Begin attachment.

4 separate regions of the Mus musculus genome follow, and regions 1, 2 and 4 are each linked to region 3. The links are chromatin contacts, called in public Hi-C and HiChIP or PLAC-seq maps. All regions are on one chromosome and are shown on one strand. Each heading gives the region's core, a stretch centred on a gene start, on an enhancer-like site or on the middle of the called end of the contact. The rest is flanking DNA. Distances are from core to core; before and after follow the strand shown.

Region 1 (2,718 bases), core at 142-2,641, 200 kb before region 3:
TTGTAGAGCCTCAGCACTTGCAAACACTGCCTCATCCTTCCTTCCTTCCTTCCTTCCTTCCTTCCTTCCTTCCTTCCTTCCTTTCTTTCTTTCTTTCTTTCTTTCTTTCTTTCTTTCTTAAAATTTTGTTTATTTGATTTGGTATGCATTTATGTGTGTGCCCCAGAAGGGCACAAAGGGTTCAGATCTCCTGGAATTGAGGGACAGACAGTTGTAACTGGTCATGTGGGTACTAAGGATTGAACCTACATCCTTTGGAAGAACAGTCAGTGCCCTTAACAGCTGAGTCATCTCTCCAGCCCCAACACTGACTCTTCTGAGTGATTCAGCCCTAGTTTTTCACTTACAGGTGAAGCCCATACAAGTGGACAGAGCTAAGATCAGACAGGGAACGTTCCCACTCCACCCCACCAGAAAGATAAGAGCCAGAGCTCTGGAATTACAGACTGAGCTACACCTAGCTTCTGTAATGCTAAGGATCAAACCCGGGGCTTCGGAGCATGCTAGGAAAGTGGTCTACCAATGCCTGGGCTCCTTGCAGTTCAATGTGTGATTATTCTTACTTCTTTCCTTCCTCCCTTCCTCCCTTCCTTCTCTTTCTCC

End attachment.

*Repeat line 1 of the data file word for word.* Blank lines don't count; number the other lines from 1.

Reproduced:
4 separate regions of the Mus musculus genome follow, and regions 1, 2 and 4 are each linked to region 3. The links are chromatin contacts, called in public Hi-C and HiChIP or PLAC-seq maps. All regions are on one chromosome and are shown on one strand. Each heading gives the region's core, a stretch centred on a gene start, on an enhancer-like site or on the middle of the called end of the contact. The rest is flanking DNA. Distances are from core to core; before and after follow the strand shown.